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Should AT&T Sell Its Regional Sports Networks to Offload Debt?

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AT&T might sell its regional sports networks

US mobile carrier AT&T (T) is planning to sell its four RSNs (regional sports network) to lower its debt levels, according to Bloomberg. However, the company has made no official announcement.

AT&T’s SportsNet group comprises four regional sports networks: AT&T SportsNet Pittsburgh, AT&T SportsNet Rocky Mountain (serving Utah, Nevada, and Colorado), AT&T SportsNet Southwest (serving parts of Texas and Louisiana), and Root Sports Northwest (serving Alaska, Washington, and Oregon). These sports networks also have the rights to air games from teams such as the Houston Rockets and the Seattle Mariners.

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Only AT&T’s SportsNet Southwest sports network has added support for fuboTV to become cord-cutting friendly. The remaining networks haven’t signed deals to become available on live-TV streaming services such as Sling TV, according to sources. The sell-off of these networks could open the doors for the networks to become available on live streaming services such as Hulu, PlayStation Vue, and YouTube TV.

Sales proceeds

AT&T is reportedly hoping to get ~$1 billion for the four RSNs, and Sinclair Broadcast Group (SBGI) could buy them, as it’s been buying a lot of RSNs. Recently, Sinclair paid close to $9.6 billion for 21 Fox RSNs from the Walt Disney Company (DIS). The addition of 21 RSNs boosted Sinclair’s extensive portfolio of RSNs in the US. The deal could also give Sinclair exclusive rights to 42 professional teams across Major League Baseball, the NBA, and the NHL, though the deal is still awaiting approval from the Department of Justice and the FCC.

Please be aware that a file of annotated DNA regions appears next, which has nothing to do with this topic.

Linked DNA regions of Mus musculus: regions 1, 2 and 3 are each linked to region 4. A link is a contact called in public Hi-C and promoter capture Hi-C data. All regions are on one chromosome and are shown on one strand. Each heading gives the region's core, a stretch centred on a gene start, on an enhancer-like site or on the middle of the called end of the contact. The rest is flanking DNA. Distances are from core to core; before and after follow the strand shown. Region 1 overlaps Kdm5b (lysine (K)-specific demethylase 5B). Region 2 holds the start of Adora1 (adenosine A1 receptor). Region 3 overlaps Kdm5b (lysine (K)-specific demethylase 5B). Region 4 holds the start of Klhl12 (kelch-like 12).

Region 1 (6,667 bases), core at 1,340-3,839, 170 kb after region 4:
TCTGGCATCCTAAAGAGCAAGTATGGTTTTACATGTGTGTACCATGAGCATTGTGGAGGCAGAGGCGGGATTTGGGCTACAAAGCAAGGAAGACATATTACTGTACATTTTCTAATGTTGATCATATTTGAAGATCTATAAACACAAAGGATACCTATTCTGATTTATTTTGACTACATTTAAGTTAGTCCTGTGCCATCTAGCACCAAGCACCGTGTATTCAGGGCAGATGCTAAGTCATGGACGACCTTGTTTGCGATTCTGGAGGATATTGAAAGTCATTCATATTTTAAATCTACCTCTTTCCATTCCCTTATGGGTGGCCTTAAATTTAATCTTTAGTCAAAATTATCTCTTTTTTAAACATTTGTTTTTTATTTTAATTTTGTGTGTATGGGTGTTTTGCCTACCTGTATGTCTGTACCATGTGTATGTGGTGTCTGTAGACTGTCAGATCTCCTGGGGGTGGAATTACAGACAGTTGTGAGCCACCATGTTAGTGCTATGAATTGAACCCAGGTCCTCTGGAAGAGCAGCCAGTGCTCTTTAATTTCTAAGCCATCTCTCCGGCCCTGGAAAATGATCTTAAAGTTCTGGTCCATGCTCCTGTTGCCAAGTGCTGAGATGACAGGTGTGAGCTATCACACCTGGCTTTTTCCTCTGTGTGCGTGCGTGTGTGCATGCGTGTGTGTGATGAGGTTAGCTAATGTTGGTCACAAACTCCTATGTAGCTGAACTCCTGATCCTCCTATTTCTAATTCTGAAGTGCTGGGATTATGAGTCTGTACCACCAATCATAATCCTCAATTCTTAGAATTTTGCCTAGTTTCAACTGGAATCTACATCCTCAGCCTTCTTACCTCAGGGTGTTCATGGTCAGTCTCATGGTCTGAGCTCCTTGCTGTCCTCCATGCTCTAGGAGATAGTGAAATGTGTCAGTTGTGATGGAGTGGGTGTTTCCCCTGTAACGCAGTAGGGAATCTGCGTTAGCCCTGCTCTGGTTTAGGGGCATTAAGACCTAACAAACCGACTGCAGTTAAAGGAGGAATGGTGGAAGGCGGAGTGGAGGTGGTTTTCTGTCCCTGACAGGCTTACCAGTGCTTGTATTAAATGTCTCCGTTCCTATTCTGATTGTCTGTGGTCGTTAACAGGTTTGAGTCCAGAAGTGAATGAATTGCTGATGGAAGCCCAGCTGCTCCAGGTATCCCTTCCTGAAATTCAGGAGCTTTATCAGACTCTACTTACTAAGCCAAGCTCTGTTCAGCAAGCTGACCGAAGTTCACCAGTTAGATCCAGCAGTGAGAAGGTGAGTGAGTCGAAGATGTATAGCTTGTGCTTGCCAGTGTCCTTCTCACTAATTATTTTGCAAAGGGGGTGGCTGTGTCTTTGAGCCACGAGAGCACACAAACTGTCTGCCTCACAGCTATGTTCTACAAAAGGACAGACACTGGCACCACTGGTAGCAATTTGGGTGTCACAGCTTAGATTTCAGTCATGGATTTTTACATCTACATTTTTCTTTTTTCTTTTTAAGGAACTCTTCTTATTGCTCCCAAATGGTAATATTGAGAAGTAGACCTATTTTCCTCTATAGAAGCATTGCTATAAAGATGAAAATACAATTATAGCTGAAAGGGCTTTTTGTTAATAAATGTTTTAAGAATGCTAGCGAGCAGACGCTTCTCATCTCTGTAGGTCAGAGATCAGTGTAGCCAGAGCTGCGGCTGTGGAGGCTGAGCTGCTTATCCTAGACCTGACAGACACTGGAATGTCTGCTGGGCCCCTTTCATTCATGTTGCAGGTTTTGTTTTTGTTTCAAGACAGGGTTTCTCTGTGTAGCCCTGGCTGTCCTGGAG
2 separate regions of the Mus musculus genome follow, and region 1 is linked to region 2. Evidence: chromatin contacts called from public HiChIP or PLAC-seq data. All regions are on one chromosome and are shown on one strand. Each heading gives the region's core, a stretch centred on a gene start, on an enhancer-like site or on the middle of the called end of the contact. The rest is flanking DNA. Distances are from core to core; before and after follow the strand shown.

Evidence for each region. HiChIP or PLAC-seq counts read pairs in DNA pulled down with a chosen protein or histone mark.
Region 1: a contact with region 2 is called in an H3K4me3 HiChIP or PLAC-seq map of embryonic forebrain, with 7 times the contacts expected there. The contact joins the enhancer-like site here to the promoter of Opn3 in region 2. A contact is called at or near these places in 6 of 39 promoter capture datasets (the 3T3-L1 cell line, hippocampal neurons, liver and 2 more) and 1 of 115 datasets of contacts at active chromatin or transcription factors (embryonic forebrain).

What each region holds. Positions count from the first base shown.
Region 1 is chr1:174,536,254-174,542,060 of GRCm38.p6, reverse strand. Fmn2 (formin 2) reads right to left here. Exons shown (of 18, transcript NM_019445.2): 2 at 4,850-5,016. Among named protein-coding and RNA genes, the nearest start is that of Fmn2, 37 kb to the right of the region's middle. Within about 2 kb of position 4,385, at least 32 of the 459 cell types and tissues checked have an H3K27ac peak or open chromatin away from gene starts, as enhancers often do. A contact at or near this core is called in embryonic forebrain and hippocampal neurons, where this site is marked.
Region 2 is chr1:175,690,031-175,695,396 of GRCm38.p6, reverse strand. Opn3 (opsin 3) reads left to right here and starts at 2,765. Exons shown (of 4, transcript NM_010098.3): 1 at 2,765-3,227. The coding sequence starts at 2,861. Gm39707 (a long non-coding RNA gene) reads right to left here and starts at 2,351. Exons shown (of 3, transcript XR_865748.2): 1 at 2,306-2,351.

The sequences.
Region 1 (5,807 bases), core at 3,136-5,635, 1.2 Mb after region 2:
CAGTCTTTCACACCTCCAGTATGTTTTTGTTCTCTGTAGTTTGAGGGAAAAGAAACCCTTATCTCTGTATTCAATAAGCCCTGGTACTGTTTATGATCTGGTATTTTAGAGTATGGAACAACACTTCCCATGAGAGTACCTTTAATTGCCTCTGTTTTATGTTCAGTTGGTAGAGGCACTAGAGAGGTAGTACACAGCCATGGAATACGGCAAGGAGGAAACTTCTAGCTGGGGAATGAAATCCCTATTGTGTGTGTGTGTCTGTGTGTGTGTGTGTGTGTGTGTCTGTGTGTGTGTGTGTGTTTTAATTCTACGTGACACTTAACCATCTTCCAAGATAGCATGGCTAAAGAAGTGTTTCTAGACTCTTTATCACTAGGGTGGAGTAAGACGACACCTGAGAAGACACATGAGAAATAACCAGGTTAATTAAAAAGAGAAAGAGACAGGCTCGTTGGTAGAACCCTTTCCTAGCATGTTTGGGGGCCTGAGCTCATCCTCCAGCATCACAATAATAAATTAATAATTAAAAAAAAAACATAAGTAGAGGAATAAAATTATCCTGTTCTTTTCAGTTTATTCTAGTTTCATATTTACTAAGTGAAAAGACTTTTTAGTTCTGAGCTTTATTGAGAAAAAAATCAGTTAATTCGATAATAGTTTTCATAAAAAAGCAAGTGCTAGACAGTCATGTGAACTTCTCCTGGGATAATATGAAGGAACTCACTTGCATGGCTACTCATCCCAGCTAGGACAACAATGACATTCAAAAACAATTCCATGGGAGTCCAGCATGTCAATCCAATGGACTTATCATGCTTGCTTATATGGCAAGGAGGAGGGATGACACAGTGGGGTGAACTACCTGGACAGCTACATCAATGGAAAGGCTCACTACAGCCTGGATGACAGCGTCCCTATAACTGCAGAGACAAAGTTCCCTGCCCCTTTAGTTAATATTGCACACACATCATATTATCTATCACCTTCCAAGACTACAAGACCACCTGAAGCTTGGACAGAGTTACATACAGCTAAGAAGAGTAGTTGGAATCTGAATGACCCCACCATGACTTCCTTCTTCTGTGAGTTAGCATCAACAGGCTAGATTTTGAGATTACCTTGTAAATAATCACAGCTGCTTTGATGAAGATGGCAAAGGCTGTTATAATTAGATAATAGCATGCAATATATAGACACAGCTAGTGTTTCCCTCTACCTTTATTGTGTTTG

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Disney had to sell Fox’s sports networks to fulfill US regulators’ condition that it divest Fox’s media and entertainment assets, including its 22 RSNs. Regulators were concerned that the RSNs would give Disney too much control over the nation’s sports programming. Disney already has a sports channel called ESPN. Disney completed its Fox acquisition in March.

AT&T’s debt levels

AT&T had total debt of $176.5 billion at the end of 2018. This high debt was the result of the company’s $85.4 billion acquisition of Time Warner in mid-June 2018. AT&T’s CEO, Randall Stephenson, stated during the JPMorgan Global Technology, Media & Communications Conference in May that AT&T plans to reduce its leverage to the 2.5x range by 2019 and return to its historical level of 1.8x by 2022. The company reportedly aims to trim its liability by up to $8 billion by the end of 2019.

In the first quarter of 2019, AT&T had paid off ~$9.8 billion in long-term debt. It had a net debt balance of $168.9 billion at the end of March 31, 2019. AT&T recently sold its stake in Hulu and its offices in New York and procured $3.6 billion to reduce its debt.

In April, AT&T sold its 9.5% stake in online streaming service Hulu, valuing it at $15 billion. Hulu had repurchased AT&T’s stake for $1.43 billion and then allocated it to Comcast (CMCSA) and Disney, the co-owners of Hulu. AT&T will continue to work with Hulu to deliver content over the platform.

21st Century Fox initially owned Hulu along with Disney, Comcast, and AT&T. Fox, Comcast, and Disney held 30% each, and AT&T held ~10%. The acquisition of the majority of Fox’s assets, including its Hulu stake, gave Disney a 60% stake in Hulu. Further, Disney received full operational control over Hulu in May 2019 after AT&T sold its stake and Comcast agreed to sell Hulu content to Disney for five years. Comcast has an option to sell its 33% stake in Hulu to Disney in 2024 for at least $27.5 billion.

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